• Cobalt Toxic Optic Neuropathy and Retinopathy: Case Report and Review of
           the Literature

    • Abstract: Publication date: Available online 25 January 2020Source: American Journal of Ophthalmology Case ReportsAuthor(s): Maria D. Garcia, Minjun Hur, John J. Chen, M. Tariq BhattiAbstractPurposeWe detail a case of cobalt toxicity with visual and systemic complications, review the pathogenic process for the optic neuropathy and retinopathy, and discuss the controversy of metallic hip prosthesis.ObservationsA 59-year-old female with a history of multiple left hip arthroplasties presented to our clinic with bilateral visual loss. The year prior, she had failure of the hip implant necessitating revision surgery with placement of a chrome-cobalt head. A few months after surgery, she began experiencing blurred and “white, spotty” vision in both eyes in addition to hypothyroidism, cardiomyopathy and neuropathy. The possibility of the patient’s symptoms being due to cobalt toxicity from her hip prosthesis was proposed and she was found to have a serum cobalt level>1000 μg/L (normal 0-0.9 ng/mL). Visual acuity was 20/600 in the right and 20/800 in the left eye. There was bilateral temporal optic disc pallor. Goldmann visual field testing demonstrated bilateral central scotomas, optical coherence tomography (OCT) showed severe ganglion cell layer-inner plexiform layer (GCLIPL) thinning and multifocal electroretinography (mfERG) demonstrated decreased amplitudes in both eyes. She underwent a total hip revision arthroplasty with extensive debridement of “black sludge” found within a pseudocapsule. Four days after surgery, cobalt serum levels had significantly decreased to 378 ng/mL. One month after surgery, she had significant improvement in visual acuity (20/150 right eye, 20/250 left eye), Goldmann visual field testing, and mfERG. OCT showed retinal nerve fiber thinning and persistent GCLIPL thinning in both eyes.Conclusionsand Importance: Excessive cobalt levels can result in systemic toxicity leading to visual changes, peripheral neuropathy, hearing loss, cognitive deficits, cardiomyopathy and hypothyroidism. In recent years it has become apparent that cobalt toxicity can be associated with metal-on-metal total hip arthroplasty, or the grinding effects of retained ceramic particles from a fractured ceramic head on a cobalt-chromium femoral head prosthesis.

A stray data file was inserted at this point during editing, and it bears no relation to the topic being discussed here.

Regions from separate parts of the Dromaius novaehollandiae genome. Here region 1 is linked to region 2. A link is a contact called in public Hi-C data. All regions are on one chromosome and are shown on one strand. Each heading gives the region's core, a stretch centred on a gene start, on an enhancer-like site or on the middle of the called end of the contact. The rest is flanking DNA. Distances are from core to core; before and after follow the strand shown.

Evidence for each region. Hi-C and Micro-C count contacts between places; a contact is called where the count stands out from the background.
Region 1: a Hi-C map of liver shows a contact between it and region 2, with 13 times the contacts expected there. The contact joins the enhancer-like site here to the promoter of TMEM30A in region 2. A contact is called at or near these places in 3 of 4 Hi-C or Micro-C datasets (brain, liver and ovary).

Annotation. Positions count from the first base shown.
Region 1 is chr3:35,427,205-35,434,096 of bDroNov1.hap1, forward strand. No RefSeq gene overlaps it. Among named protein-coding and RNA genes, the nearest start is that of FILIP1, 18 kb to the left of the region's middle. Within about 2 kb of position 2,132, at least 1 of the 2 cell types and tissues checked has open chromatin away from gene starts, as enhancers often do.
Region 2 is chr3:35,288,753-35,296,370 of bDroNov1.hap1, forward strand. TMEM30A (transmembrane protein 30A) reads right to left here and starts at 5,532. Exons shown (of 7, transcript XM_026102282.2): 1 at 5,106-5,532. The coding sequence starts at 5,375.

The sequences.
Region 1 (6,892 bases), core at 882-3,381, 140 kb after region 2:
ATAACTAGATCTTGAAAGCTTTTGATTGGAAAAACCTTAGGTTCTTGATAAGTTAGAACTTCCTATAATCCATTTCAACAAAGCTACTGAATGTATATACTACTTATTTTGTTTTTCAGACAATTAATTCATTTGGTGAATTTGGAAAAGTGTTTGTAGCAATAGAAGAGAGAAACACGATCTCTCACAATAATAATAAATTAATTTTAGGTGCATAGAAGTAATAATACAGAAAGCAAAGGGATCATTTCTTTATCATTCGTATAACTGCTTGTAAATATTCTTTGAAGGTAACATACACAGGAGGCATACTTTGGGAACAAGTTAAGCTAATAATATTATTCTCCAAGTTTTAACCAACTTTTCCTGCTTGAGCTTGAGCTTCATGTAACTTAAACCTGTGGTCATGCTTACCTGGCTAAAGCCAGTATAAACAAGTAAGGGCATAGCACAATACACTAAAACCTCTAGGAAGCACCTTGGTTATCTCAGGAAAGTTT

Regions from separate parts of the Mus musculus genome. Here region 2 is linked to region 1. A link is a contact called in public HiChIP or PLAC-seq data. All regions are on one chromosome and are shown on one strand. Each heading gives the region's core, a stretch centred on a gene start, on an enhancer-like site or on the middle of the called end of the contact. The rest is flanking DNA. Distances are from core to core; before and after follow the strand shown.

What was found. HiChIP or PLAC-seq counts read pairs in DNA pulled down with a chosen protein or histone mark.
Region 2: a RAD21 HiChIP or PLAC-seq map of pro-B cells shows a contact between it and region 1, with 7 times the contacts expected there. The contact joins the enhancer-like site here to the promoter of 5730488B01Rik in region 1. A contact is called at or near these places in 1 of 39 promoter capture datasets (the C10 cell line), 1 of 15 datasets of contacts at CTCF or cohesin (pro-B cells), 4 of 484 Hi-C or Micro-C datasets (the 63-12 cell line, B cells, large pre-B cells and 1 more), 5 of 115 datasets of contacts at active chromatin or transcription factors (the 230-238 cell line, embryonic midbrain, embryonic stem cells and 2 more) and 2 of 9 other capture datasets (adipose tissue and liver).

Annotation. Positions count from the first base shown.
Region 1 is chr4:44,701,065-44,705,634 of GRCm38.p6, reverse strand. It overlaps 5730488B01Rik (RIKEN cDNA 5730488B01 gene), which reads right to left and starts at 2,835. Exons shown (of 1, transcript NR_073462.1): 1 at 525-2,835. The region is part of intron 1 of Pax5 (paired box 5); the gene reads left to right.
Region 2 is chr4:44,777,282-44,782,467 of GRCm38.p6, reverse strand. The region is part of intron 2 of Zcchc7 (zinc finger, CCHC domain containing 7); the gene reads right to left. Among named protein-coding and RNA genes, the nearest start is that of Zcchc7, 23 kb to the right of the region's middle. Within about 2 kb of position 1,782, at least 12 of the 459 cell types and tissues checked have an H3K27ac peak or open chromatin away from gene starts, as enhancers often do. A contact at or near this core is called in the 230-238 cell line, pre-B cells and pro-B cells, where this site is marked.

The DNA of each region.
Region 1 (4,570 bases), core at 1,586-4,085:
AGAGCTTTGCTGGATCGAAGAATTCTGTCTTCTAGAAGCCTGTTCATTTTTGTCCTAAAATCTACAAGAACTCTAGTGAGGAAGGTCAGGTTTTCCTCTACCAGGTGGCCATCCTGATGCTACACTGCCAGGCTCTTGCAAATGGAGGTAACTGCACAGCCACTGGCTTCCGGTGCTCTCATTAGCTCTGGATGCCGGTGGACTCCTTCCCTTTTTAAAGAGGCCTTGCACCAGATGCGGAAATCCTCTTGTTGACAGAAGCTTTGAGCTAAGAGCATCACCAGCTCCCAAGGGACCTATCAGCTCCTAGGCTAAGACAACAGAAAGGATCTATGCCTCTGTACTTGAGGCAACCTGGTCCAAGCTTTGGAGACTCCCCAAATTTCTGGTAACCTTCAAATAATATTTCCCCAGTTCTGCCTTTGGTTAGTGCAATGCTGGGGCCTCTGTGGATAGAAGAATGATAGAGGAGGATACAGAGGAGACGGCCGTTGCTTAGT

• A Case of Pentosan Polysulfate Maculopathy Originally Diagnosed as
           Stargardt Disease

    • Abstract: Publication date: Available online 25 January 2020Source: American Journal of Ophthalmology Case ReportsAuthor(s): Robin A. Vora, Amar P. Patel, Sam S. Yang, Ronald MellesAbstractPurposeTo describe a patient with a past diagnosis of Stargardt disease that was later determined to be pentosan polysulfate (PPS) maculopathy.ObservationsThe patient had clinical and imaging findings uncharacteristic of Stargardt disease. Rather, her fundus resembled the recently described maculopathy ascribed to PPS. After genetic testing was found to be negative for pathologic variants, the patient was asked to cease usage of PPS.Conclusionsand Importance: This case emphasizes the importance of reviewing patient medication profiles prior to rendering a diagnosis of a retinal dystrophy. It is essential that ophthalmologists catch drug toxicities as early as possible, to minimize risk of further irreversible vision loss due to continued medication exposure.
       
  • Intraoperative Suprachoroidal Hemorrhage During Xen Gel Stent Implantation

    • Abstract: Publication date: Available online 25 January 2020Source: American Journal of Ophthalmology Case ReportsAuthor(s): James C. Liu, Wesley Green, Arsham Sheybani, John T. LindAbstractPurposeTo report for the first time a case of intraoperative suprachoroidal hemorrhage during Xen gel stent implantation with accompanying surgical video and subsequent 6-month follow-up.ObservationsOur patient required incisional glaucoma surgery after inadequate pressure reduction with four classes of topical medication, methazolamide, and selective laser trabeculoplasty. The patient underwent Xen gel stent implantation and developed an intraoperative suprachoroidal hemorrhage, which was managed in the operating room. The patient recovered his baseline visual acuity with a functioning bleb out to 6 months postoperatively.Conclusionsand Importance: Micro-invasive glaucoma surgeries offer a new repertoire of surgical options, purportedly with safer and less invasive techniques. Xen gel stent implantation may be a promising alternative to traditional trabeculectomies and tube shunt implants, providing similar IOP lowering results with potentially lower risk for complications. However, rare and severe complications such as suprachoroidal hemorrhage may still occur. Recognizing a suprachoroidal bleed, particularly intraoperatively, will still be necessary to help minimize the potential vision threatening sequelae often associated with this severe complication.